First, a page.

It would be remiss of you to visit Buenos Aires and not check out either a tango show, a musical and dance performance in a theatre with a three course meal and free flowing wine, or a milonga, a tango dancehall. La Catedral is a low-key milonga located in a rustic old flour factory in Almagro, and it’s worth going just to have a glass of wine, watch the dancers and listen to the live music. La Catedral is a friend to those who are too timid to brave the boards, but if you feel like giving tango a shot, they have early classes at 8pm, and you can stay and let the pros show you how it’s done around 12pm.
See and Do
Parque de la Memoria
Buenos Aires is a city that acknowledges its past, regardless of how painful it might be. Parque de la Memoria is a remembrance park located on the banks of the Rio de la Plata, which was the site of some of the worst atrocities committed by the military dictatorship that governed Argentina from 1976 to 1983. Over 30,000 Argentines were murdered by the state in what is known as the Dirty War, and many of these victims were thrown into the river from aircrafts above. The park is a both a commemorative monument to the “disappeared”, as well as being home to an arts space and sculpture park, with public artworks by artists including Jenny Holzer and Clorindo Testa gracing the manicured lawns. Parque de la Memoria is not only a beautiful and peaceful place to spend an afternoon in its landscaped grounds, but is also essential to understanding Argentina’s turbulent history.
Resist the urge to tick another country off the list by crossing the river to the dull town of Colonia del Sacramento in Uruguay, and make your way instead to the wonderful waterworld of Tigre on the Parana river delta. Just a 45-minute train ride away from Buenos Aires, this elegant and charming city is an idyllic escape from the capital. A labyrinth of waterways and islands, Tigre combines Tom Sawyer-esque rustic landscapes with the muddy waters of the Mississippi delta for a uniquely rural experience.
Hang with the dearly departed at one of Buenos Aires’ two amazing cemeteries, Recoleta and Chacarita, Eva Peron’s body, after being returned to Argentina following 16 years spent AWOL on a global odyssey, is located in the Duarte family tomb in Recoleta, and notable bohemians such as tango singer Carlos Gardel and artist Antonio Berni are buried in Chacarita. Both offer fine examples of schizophrenic architecture that pervades Buenos Aires. Père Lachaise eat your heart out.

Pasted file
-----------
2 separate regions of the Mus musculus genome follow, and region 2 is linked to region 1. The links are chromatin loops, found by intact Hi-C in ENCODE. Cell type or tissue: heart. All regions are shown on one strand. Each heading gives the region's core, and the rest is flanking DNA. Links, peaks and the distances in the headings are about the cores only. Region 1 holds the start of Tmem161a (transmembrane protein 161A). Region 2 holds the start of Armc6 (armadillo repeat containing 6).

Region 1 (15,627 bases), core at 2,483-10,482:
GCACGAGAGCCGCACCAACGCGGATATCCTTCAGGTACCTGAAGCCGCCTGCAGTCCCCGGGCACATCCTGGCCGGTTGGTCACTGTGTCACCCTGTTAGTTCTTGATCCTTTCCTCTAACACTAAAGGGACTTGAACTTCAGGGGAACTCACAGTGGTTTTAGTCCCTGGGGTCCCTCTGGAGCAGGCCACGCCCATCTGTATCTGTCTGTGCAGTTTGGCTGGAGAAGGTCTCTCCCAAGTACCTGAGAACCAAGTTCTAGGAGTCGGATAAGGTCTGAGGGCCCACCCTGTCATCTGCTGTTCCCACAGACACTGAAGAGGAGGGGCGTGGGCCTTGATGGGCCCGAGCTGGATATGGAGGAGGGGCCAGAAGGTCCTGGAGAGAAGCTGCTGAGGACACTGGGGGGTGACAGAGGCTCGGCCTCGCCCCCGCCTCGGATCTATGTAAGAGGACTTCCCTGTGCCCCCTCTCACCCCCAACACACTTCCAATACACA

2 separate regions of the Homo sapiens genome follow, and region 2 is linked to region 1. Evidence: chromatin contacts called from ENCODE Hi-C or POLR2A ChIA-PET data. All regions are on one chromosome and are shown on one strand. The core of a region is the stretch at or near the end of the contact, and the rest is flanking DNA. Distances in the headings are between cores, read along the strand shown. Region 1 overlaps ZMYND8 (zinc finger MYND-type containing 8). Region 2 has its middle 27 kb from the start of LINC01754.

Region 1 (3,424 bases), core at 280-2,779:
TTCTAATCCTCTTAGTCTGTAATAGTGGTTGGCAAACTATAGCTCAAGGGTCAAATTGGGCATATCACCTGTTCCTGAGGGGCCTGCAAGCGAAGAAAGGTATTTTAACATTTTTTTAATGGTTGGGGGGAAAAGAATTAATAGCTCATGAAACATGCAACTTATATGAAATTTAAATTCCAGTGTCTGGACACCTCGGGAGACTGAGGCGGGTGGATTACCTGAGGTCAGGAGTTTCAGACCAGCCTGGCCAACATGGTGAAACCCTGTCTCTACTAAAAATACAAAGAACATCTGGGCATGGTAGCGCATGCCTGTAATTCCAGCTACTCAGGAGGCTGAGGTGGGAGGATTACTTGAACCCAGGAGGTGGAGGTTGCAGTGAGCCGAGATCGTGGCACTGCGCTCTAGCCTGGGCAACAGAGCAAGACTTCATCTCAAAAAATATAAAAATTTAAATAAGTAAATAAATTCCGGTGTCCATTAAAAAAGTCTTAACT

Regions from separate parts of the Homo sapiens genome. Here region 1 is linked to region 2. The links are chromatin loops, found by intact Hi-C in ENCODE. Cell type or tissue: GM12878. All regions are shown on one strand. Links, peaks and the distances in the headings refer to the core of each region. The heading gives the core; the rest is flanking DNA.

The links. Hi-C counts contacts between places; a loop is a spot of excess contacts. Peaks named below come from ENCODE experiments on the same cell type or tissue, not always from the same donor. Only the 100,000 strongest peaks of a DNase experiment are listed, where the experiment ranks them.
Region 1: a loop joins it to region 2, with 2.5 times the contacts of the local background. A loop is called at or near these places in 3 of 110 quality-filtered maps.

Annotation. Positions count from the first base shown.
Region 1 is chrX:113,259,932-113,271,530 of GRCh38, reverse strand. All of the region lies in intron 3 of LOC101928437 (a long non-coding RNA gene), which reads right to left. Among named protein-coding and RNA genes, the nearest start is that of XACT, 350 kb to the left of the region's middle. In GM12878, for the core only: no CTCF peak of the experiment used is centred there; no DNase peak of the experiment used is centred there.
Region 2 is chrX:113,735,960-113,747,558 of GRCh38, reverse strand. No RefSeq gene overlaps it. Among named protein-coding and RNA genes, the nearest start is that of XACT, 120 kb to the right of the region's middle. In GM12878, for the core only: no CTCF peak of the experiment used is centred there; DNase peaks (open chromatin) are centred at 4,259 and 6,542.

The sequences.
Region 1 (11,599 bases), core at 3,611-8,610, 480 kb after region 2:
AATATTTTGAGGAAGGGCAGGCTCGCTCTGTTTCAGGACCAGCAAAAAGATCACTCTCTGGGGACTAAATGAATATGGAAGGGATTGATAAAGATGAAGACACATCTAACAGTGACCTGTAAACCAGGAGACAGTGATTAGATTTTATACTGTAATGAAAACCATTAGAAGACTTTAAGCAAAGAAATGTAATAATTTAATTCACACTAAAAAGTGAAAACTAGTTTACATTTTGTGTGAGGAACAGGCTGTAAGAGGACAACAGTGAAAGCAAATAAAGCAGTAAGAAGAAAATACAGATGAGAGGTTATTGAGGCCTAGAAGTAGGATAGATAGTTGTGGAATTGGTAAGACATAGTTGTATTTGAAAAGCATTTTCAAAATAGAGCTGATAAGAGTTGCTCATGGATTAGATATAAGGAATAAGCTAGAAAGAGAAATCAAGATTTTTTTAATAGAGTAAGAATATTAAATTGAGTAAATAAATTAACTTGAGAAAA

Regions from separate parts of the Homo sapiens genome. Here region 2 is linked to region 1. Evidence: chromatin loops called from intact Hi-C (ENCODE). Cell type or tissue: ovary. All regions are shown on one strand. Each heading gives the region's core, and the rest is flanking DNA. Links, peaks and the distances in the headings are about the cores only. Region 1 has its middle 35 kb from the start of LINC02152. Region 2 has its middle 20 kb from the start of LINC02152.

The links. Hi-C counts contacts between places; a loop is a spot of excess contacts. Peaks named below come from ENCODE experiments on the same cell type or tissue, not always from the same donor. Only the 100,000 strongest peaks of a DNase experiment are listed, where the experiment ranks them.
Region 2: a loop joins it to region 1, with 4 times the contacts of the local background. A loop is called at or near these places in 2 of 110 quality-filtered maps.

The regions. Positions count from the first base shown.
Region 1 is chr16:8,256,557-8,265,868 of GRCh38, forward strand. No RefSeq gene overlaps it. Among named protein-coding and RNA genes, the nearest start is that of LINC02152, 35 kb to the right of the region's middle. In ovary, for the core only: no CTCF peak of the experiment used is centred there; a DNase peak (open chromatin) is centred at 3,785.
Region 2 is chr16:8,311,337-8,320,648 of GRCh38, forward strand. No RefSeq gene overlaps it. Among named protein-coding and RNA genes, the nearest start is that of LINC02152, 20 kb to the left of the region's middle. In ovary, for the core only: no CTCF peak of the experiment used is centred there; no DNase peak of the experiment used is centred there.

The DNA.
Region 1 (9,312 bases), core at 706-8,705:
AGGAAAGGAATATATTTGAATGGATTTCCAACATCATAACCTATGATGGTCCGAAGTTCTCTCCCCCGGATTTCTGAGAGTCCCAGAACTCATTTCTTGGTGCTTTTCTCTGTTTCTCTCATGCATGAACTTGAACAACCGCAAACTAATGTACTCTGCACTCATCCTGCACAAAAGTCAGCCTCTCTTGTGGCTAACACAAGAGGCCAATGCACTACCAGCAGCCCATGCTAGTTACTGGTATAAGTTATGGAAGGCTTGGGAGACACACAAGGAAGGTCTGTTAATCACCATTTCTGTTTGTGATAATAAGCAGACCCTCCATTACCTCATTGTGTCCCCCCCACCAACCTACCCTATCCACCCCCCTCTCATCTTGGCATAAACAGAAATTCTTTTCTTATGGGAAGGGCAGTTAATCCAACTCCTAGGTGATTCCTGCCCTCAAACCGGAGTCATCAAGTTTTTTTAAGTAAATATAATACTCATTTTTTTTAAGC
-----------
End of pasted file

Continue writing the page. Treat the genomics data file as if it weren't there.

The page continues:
Football is religion in Argentina, and the city’s rival teams River Plate and Boca Juniors are either God or the devil, depending which side you’re on. Attending a match at Boca Juniors Bombonera stadium is a baptism of fire into the church of football, so go with your wits intact, because you may need them.
Argentines are hoarders. They never throw anything out, have a soft spot for the past and a nose for a bargain. This is good news for vintage vultures and thrift fanatics, as the city has a plethora of weekend markets where you can pick up everything from souvenirs to second hand clothes to antiques and old magazines. The Sunday fair in San Telmo is the daddy of all markets, so fill your wallet and spend the day rifling through the myriad stands that line the length of Defensa street.
The best place to go for small format artworks perfect for your suitcase by local visual artists, illustrators, graphic designers and collagists, buying art at Quorum is a great way to support the city’s independent art scene. Stop in while you’re visiting the San Telmo market, as it is on the same street.
Drole’s unique brand of modern vintage clothing is one for the urban lioness – badass chicks who wear their skirts tight and their socks tubed. It is rare that you can find slick clothes at a decent price in Buenos Aires, but Drole offers clients just that. Each piece is designed by in-house fashionistas and their accessories add edge to any outfit.
Buenos Aires’ most beloved bookshop resides in an old theatre space that has lost none of its dazzling grandeur. Non-Spanish speakers can come for the environs if nothing else, and if you fancy practicing your Espanol, grab a book and recline in one of reading nooks that has been converted from a theatre box on the first floor.
This hidden oasis is a book-lover’s paradise. Behind the crumbling brick walls of this corner building lies a wealth of carefully chosen titles with a heavy focus on art, design and literature. Order a coffee or a glass of wine and head up to the terrace at sunset for the full Falena experience.
This English-language bookshop is a literary beacon in Buenos Aires. The wood-panelled cubby hole in San Telmo is the perfect home for the wide range of new and used books that account for all genres and categories, and new arrivals are detailed regularly on their Facebook page. Walrus also runs highly regarded literary courses and workshops in English where you will meet a host of local writers, both native and foreign.